Professor Durga D. Poudel
As a continuation to the last article on “Viability of Federalism”, this article discusses some benefits and drawbacks of federalism in
Benefits of federalism.
The basic reason and motivation behind federalism is to put limits on the power of the central government to protect federal states against tyranny, and empower common people and provide opportunities for people’s full participation on economic, social, resource utilization, and other related agendas of a federal state. This system of governance is practiced largely by a nation that is born through the fusion of various nations. Another advantage of this system can be viewed as the enhancement of opportunities for bottom-up planning with a better grasp of the local issues and concerns. Also, each federal state can serve as a laboratory for different policies and programs. Successful programs and policies from a federal state could be transferred to other states. Federalism corrects the problem of decentralization, and helps in formulating laws that are appropriate to a region or a community. Through the process of enhanced people’s participation, formulation of appropriate policies and programs, empowerment of communities, and decentralization, federalism is expected to help eradicate poverty, inequality, and social injustice in
Drawbacks of federalism
In addition to its costliness, danger of national disintegration, role conflicts between the central and the state governments, the problem of equitable sharing of natural resources, and differences in educational, health, and other services among the states, the drawbacks of federalism in
Ethnic and cultural recognition - Because the past system of governance had miserably failed to fully accommodate ethnic communities, minorities, women, and common people in governance and decision making, ethnic and indigenous groups in Nepal are looking for their recognition and are demanding their full participation in state affairs. As a result, voices are raised for ethnic/linguistic federalism or geographical/regional federalism in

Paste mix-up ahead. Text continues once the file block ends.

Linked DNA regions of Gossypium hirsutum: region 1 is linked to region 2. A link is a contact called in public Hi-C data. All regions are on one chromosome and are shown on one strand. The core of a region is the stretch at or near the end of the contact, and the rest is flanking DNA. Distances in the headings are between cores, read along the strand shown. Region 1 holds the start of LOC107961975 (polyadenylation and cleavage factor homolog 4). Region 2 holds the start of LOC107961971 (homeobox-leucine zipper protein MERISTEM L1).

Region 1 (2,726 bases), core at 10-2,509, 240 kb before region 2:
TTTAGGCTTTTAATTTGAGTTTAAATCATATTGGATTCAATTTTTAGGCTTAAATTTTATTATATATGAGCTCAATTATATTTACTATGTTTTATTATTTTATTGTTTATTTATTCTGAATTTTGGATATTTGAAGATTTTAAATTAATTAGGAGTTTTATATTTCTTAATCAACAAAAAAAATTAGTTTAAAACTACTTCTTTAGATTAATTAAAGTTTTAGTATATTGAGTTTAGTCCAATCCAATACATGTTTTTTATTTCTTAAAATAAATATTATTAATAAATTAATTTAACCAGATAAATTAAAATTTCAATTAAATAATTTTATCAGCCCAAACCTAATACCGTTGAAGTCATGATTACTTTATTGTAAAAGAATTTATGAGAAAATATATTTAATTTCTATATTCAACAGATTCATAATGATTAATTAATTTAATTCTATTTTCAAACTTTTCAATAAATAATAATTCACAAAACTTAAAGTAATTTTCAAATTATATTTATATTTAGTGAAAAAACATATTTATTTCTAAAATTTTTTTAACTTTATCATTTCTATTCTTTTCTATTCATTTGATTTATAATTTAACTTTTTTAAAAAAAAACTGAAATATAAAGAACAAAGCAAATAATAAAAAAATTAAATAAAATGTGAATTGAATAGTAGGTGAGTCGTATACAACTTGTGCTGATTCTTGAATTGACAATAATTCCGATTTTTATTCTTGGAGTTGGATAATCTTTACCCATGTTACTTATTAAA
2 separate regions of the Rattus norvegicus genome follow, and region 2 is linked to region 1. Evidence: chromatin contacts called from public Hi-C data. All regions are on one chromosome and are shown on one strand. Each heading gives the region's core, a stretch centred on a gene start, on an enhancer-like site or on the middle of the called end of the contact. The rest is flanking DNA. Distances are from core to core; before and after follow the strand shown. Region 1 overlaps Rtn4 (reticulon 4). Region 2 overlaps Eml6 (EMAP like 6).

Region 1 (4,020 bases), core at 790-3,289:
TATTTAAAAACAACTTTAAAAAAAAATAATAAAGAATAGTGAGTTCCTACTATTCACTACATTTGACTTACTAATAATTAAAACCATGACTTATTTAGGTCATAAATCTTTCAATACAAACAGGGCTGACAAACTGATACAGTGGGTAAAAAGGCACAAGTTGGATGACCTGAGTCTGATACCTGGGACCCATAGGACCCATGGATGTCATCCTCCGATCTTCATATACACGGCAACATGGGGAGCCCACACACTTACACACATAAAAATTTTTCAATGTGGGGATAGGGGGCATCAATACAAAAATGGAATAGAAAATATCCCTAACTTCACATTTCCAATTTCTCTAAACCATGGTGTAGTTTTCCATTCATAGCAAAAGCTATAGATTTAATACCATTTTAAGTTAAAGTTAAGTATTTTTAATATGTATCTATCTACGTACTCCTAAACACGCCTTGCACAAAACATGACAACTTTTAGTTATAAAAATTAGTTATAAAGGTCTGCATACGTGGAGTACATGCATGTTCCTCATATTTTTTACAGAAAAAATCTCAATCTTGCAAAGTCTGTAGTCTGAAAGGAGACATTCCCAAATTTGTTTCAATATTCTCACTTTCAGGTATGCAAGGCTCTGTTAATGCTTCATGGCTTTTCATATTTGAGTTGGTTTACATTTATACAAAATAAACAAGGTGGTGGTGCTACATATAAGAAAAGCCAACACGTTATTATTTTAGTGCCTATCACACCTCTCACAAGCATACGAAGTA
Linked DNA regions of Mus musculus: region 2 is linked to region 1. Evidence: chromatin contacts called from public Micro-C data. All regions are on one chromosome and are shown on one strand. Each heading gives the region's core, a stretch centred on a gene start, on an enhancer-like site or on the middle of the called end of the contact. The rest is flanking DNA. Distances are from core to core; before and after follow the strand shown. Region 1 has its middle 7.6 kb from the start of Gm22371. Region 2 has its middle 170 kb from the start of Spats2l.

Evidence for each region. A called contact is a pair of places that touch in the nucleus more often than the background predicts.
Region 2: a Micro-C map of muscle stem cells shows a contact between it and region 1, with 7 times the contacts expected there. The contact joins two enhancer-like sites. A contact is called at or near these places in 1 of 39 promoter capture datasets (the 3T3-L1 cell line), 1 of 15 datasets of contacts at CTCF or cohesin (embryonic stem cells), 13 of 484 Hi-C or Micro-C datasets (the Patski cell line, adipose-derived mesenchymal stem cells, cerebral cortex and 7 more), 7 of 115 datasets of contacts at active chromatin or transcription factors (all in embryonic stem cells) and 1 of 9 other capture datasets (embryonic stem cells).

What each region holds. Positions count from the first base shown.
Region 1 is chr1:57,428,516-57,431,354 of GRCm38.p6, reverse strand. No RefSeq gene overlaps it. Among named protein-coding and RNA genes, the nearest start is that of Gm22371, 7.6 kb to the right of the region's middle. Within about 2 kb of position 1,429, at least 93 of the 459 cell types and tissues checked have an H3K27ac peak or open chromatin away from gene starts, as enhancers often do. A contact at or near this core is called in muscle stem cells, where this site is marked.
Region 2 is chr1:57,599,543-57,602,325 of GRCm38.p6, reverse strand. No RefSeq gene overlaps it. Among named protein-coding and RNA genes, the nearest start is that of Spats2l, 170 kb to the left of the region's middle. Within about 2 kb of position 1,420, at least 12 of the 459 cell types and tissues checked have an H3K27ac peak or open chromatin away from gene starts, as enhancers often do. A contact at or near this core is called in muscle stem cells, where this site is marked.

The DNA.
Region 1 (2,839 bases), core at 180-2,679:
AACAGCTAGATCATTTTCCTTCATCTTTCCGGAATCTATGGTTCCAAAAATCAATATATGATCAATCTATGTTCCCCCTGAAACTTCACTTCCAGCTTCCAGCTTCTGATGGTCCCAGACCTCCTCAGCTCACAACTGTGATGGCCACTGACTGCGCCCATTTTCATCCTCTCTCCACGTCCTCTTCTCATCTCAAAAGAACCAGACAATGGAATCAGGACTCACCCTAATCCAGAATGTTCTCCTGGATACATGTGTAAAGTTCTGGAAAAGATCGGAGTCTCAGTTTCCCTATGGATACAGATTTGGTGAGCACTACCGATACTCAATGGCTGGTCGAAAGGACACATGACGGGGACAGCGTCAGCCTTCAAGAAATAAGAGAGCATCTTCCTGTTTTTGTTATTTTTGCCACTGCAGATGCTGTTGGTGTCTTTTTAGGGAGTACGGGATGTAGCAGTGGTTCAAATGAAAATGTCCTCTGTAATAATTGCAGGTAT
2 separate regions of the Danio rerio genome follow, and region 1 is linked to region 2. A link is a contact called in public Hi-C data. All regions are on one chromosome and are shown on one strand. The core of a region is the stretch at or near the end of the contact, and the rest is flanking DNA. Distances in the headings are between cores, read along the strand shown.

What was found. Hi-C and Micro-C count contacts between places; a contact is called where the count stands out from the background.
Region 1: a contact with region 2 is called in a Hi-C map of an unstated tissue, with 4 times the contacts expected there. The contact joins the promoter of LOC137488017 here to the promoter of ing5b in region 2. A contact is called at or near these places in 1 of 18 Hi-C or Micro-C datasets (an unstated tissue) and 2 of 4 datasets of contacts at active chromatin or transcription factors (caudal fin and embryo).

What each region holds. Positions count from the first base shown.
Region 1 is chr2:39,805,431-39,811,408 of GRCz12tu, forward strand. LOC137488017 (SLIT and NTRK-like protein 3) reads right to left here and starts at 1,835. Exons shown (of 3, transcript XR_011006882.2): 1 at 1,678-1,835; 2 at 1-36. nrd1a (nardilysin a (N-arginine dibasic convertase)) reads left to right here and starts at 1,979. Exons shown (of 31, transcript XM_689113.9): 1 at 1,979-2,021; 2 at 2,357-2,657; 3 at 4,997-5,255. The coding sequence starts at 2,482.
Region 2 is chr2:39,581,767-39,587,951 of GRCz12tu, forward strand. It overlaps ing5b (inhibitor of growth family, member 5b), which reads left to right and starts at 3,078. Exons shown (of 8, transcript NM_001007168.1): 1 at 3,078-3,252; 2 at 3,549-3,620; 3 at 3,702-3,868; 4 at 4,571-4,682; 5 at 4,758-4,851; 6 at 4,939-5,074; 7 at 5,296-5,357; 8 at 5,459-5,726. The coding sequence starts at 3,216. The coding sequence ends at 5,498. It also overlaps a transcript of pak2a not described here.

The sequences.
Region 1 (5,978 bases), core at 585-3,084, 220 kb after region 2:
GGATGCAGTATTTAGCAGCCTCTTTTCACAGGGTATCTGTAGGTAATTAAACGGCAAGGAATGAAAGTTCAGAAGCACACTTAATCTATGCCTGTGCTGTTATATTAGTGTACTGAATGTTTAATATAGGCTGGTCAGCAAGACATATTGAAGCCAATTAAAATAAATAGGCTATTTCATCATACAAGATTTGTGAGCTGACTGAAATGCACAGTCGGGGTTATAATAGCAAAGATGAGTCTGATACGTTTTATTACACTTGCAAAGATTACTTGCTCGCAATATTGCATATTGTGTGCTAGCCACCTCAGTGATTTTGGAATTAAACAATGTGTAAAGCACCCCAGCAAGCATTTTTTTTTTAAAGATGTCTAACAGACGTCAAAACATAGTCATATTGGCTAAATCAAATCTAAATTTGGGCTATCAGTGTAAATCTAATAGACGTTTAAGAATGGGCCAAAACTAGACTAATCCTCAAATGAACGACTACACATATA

Poverty alleviation – There is no evidence that federalism results in the alleviation of poverty. Some of the key measures of poverty alleviation include enterprise development, employment generation, community empowerment, strategic planning and development, natural resource conservation and utilization, education and skill development, infrastructural development, agricultural productivity enhancement, availability of finance and credit, appropriate rules and regulations, peace, and good governance. While the problems of food security, employment generation, development of basic infrastructures, and the prevalence of law and order in the nation require highly coordinated, focused, and united efforts, how will federalism address this urgent issue of poverty eradiation in
Foreign intervention – Almost every political leader and political party in
Our sense of oneness and solidarity - Despite Nepal’s extremely poor transportation and communication infrastructures, rugged terrain, poor economy, large ethnic and linguistic diversity, and extremely isolated ethnic communities and population, Nepalese people have thus far enjoyed their unity amidst diversity, and have developed a strong sense of oneness and solidarity over the past 240 years. Due to the latest information technologies and improving communication infrastructures, Nepalese from every ethnic community, geographic region, and linguistic group are coming together while appreciating their cultural, linguistic, ethnic, and geographic diversities. Strengthening of the sense of oneness and the building of solidarity among Nepalese citizens for the nation’s economic development and socio-economic transformation is continuously progressing. Our collective spirit and harmony, sense of oneness and solidarity, our pride over ethnic and cultural diversity and geographical variations, as well as our belief and commitment on the sustainable utilization and the development of natural resources for economic revolution in Nepal are the pre-requisites and the foundations for the development of our nation, societies, and the preservation of our culture and traditions. How is federalism going to further cultivate and develop this sense of “oneness and solidarity” among us is yet another big question.
Dr. Poudel is a Professor and Head at the Department of Renewable Resources and a Fellow of the Center for Cultural and Eco-tourism at the University of Louisiana at Lafayette, Louisiana, U.S.A. Dr. Poudel was born in Tanahu, and received his B. Sc. Degree from Pakistan, M. Sc. From AIT